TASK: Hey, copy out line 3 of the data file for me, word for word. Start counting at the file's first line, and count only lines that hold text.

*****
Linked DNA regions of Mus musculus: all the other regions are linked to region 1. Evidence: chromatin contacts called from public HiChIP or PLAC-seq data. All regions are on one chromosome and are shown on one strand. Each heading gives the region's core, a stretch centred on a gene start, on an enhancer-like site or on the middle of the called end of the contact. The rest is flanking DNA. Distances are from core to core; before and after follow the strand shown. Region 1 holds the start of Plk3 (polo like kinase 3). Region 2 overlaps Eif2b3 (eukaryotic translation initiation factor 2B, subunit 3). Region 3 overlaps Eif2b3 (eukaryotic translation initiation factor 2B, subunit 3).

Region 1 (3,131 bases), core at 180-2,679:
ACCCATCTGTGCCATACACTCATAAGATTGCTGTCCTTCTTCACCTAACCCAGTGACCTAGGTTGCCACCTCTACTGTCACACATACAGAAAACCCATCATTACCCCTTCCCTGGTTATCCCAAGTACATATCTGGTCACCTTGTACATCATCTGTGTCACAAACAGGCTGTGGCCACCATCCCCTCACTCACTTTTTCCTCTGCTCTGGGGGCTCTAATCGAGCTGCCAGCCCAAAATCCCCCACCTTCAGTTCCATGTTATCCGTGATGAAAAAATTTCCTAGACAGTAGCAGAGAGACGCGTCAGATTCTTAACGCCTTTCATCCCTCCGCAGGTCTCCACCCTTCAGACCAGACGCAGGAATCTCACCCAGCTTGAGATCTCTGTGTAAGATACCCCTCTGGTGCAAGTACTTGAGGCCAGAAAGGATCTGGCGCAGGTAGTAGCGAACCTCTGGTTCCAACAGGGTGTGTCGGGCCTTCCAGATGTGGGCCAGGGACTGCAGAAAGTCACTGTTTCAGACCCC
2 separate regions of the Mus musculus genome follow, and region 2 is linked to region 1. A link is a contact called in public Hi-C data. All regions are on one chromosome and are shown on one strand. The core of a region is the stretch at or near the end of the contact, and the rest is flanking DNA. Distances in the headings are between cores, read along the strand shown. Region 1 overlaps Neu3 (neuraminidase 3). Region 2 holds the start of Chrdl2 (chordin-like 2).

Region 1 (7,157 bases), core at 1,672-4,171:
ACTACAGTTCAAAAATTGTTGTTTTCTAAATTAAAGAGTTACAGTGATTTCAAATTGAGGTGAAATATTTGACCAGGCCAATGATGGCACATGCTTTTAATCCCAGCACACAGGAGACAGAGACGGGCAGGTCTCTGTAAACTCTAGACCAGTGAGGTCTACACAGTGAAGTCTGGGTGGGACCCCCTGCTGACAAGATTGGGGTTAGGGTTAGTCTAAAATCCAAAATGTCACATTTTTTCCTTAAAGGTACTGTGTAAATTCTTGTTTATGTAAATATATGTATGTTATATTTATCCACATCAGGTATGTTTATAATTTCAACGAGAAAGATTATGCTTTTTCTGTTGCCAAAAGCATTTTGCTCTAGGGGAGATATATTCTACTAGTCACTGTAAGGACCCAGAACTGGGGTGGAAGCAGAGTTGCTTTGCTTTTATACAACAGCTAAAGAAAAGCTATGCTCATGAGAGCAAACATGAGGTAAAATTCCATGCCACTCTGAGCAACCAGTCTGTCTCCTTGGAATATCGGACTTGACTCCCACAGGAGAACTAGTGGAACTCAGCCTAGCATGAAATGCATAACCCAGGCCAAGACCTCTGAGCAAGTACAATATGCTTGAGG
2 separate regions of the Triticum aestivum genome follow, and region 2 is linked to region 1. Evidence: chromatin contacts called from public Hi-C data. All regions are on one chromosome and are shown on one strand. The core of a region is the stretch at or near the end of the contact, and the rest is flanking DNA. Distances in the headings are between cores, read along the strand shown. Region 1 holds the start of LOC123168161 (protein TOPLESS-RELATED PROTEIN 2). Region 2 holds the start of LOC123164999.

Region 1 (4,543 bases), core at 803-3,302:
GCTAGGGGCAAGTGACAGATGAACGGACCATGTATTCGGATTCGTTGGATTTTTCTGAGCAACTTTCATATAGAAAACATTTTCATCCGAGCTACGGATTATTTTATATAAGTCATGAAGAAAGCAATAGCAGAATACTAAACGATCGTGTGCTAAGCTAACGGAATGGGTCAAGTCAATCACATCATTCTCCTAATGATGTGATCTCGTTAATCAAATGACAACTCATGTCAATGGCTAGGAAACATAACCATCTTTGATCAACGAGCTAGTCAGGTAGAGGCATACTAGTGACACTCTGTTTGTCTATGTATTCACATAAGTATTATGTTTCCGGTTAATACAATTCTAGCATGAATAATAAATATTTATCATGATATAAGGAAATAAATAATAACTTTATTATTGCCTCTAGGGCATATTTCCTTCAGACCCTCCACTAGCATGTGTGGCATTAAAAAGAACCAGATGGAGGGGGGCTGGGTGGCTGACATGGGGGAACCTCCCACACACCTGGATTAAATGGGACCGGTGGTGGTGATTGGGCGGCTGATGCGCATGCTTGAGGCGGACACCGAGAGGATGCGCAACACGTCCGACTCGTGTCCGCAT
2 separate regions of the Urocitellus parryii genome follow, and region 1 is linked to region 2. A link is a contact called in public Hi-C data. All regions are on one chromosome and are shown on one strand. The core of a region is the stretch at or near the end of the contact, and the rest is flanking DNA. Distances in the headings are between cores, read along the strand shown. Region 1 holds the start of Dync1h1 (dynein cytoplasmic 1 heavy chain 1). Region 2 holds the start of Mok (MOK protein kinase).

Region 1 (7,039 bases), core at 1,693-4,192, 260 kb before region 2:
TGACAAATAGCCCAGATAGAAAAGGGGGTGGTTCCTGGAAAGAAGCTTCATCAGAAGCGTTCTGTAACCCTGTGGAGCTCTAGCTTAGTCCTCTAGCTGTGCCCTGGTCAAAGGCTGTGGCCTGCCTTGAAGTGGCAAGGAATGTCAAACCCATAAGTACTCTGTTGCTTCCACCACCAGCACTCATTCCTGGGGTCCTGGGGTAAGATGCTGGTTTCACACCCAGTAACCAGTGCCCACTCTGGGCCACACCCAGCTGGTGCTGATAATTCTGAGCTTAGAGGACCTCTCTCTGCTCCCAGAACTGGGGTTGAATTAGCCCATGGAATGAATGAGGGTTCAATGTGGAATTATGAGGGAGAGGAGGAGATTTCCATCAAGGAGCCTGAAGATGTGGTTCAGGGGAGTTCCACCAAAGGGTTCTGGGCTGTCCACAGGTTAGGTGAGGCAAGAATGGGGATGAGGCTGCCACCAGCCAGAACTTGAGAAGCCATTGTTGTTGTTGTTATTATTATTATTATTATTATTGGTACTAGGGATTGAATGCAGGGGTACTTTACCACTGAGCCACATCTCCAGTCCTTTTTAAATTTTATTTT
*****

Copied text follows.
ACCCATCTGTGCCATACACTCATAAGATTGCTGTCCTTCTTCACCTAACCCAGTGACCTAGGTTGCCACCTCTACTGTCACACATACAGAAAACCCATCATTACCCCTTCCCTGGTTATCCCAAGTACATATCTGGTCACCTTGTACATCATCTGTGTCACAAACAGGCTGTGGCCACCATCCCCTCACTCACTTTTTCCTCTGCTCTGGGGGCTCTAATCGAGCTGCCAGCCCAAAATCCCCCACCTTCAGTTCCATGTTATCCGTGATGAAAAAATTTCCTAGACAGTAGCAGAGAGACGCGTCAGATTCTTAACGCCTTTCATCCCTCCGCAGGTCTCCACCCTTCAGACCAGACGCAGGAATCTCACCCAGCTTGAGATCTCTGTGTAAGATACCCCTCTGGTGCAAGTACTTGAGGCCAGAAAGGATCTGGCGCAGGTAGTAGCGAACCTCTGGTTCCAACAGGGTGTGTCGGGCCTTCCAGATGTGGGCCAGGGACTGCAGAAAGTCACTGTTTCAGACCCC